From cellphones and cars, to televisions and refrigerators, more devices are being connected to the Internet.
This network of connected devices is call the “Internet of Things” (IoT). Los Angeles, the second largest city in the United States, is planning to use the prevalence of these IoT devices as a testing ground for becoming a city of the future.
“By putting computers in parking meters, you already have computers in your car, and you have computers in the street lights. The ability to connect them to the Internet of Things allows a better way for your car to know where parking spots are available, allows better for it to communicate when street lights should turn green to maximize traffic flow,” said Ted Ross, chief information officer for the city of Los Angeles.
WATCH: Los Angeles About to Embark on a Smart City Experiment
What is I3?
Los Angeles is a part of a consortium called “I3” that includes the University of Southern California (USC) and tech companies. This partnership is developing and will soon test an Internet of Things system. It aims to connect sensors placed around the city with other connected devices to make L.A. a smart city.
It is an endeavor that will also rely on residents’ participation, said Raman Abrol of Tech Mahindra. It is one of the I3 tech companies and will provide a platform for an online marketplace called Community Action Platform for Engagement or CAPE.
“Communities can collaborate with businesses and cities and share data in a manner where privacy’s enforced,” Abrol said.
In the online marketplace, neighborhoods could be shopping for a cheaper source of renewable energy or water filtration system. Companies can then compete for their business.
CAPE is just one of the many elements in the I3 system that will make up the Internet of Things network in Los Angeles.
“The I3 is an Internet of Things integrator. Through I3, we’re (Los Angeles) working with the University of Southern California and vendor partners to aggregate the data and give us a better ability to make decisions, decisions to maximize traffic flow, decisions to help reduce crime, decisions to help improve business prosperity,” Ross said.
Privacy, security concerns
As connected devices become more ubiquitous and the flow of personal data increases, privacy and security concerns will be more scrutinized.
“I think that this is one piece of a huge emerging problem, of figuring out how we protect privacy and limit government power in an era of rapidly expanding information availability and rapidly expanding data processing abilities. So it’s not just that there are more and more data points that are available for the government to look at. It is also that we are rapidly expanding our ability to analyze data,” said Stanford University Law School professor, David Alan Sklansky.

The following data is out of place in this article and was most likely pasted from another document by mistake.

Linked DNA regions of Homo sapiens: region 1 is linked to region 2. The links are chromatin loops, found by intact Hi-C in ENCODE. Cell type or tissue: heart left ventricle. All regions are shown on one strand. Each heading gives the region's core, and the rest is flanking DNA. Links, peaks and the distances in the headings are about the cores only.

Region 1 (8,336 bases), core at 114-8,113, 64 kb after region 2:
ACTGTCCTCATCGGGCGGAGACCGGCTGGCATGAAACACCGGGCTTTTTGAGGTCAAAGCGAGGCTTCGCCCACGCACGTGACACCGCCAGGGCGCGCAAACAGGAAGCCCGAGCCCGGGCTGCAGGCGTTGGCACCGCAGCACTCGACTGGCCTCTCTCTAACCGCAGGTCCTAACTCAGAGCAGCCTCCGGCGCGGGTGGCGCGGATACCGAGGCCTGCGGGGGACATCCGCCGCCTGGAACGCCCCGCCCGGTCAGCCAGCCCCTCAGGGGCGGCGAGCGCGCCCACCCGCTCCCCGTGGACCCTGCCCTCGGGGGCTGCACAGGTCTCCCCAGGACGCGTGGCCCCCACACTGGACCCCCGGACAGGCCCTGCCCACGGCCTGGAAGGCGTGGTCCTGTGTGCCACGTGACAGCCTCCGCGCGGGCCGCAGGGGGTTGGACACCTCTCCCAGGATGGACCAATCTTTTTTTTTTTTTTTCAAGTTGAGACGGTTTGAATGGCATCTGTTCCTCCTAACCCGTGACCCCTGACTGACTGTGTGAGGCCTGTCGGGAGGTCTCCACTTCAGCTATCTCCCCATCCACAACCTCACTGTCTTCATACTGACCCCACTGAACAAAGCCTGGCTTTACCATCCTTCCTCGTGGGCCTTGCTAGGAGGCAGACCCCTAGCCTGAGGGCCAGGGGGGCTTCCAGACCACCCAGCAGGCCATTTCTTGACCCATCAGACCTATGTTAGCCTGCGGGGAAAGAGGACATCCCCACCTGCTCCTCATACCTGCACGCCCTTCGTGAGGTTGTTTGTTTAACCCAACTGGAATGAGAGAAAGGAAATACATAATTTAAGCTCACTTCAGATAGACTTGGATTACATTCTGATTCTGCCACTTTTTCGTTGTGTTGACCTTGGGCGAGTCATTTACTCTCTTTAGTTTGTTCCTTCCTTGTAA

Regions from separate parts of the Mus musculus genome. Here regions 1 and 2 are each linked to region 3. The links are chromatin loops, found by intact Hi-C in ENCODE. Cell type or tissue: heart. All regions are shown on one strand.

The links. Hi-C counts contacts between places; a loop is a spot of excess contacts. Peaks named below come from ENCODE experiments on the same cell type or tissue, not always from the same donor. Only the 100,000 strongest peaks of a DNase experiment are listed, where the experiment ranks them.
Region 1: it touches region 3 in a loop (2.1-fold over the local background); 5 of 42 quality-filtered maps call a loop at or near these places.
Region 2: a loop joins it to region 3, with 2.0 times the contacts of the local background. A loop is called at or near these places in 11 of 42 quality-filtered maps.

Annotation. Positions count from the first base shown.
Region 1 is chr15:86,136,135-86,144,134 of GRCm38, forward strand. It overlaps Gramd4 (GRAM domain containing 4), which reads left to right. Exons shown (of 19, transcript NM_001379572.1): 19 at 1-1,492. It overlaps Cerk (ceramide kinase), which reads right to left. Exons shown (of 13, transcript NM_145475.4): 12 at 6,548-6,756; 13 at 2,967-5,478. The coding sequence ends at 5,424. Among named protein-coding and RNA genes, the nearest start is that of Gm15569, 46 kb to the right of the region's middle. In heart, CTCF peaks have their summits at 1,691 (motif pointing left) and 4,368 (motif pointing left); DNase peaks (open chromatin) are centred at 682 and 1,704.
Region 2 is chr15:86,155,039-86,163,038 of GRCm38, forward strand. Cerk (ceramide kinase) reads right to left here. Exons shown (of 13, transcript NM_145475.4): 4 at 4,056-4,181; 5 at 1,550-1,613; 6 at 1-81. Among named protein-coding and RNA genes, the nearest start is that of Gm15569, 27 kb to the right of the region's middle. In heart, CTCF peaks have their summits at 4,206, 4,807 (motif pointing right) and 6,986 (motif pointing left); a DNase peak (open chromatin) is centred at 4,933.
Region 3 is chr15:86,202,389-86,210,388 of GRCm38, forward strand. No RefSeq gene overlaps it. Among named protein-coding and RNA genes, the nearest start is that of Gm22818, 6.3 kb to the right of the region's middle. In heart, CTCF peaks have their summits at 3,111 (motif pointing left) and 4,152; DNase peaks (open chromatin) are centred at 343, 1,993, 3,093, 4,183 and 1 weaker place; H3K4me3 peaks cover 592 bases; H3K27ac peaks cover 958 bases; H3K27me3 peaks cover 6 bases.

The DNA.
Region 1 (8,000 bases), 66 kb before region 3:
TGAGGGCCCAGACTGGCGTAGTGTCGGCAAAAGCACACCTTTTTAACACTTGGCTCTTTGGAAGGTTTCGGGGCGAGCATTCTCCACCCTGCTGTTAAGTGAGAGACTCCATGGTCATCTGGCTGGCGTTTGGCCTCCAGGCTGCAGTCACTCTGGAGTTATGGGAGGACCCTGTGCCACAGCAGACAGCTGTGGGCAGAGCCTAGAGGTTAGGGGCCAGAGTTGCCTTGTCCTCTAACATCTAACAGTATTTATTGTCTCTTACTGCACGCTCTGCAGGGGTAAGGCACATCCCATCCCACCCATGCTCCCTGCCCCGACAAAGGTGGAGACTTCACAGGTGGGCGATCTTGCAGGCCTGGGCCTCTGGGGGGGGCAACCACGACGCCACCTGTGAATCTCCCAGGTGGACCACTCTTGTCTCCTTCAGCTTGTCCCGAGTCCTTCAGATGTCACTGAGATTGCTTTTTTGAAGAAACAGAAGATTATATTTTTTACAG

Sklansky has been closely following a U.S. Supreme Court case, Carpenter v. the United States, which examines whether police need a warrant to obtain cellphone location information. Sklansky said the decision from the case will impact other applications of technology and data in the modern age.
“The more powerful the technology, the more powerful the unintended consequences,” said Yannis Yortsos, dean of the USC Viterbi School of Engineering.
“How do you make sure to possibly regulate this because there has to be regulation so that they have legal and ethical issues taken into consideration as well,” Yortsos added.
Choose to connect
In Los Angeles, people will largely choose whether they want to provide data to the city.
“For someone who’s going to be able to let’s say, connect through their smart phone or through their vehicle, it’s extremely important that they agree and they consent to such matters,” Ross said.
While there was an initial forecast of a big demand in the Internet of Things, over time, the demand dropped, said Jerry Power, executive director of the USC Institute for Communication Technology Management.
“So we started looking at it and trying to understand why and what the problems were,” he said. “We looked at it from a perspective of privacy from the users’ standpoint. We realized privacy was an important issue. We realized that trust was an important issue, and we realized that incentives (was) an issue in the process as well.”
Power continued, “what incentive has to go back to the users to get them to opt-in? The level of incentive depends on how much the user of the data, who wants the data, how much they disclose about what they’re going to do with the information and how well-trusted that person is.”
“The exchange of data.” Power added, “if you think about it, it almost becomes like a form of currency, and it’s part of a transaction.”
The smart city experiment will begin at the University of Southern California and expand to the city of Los Angeles.
Some of what works from the program will be be made available for other cities to use.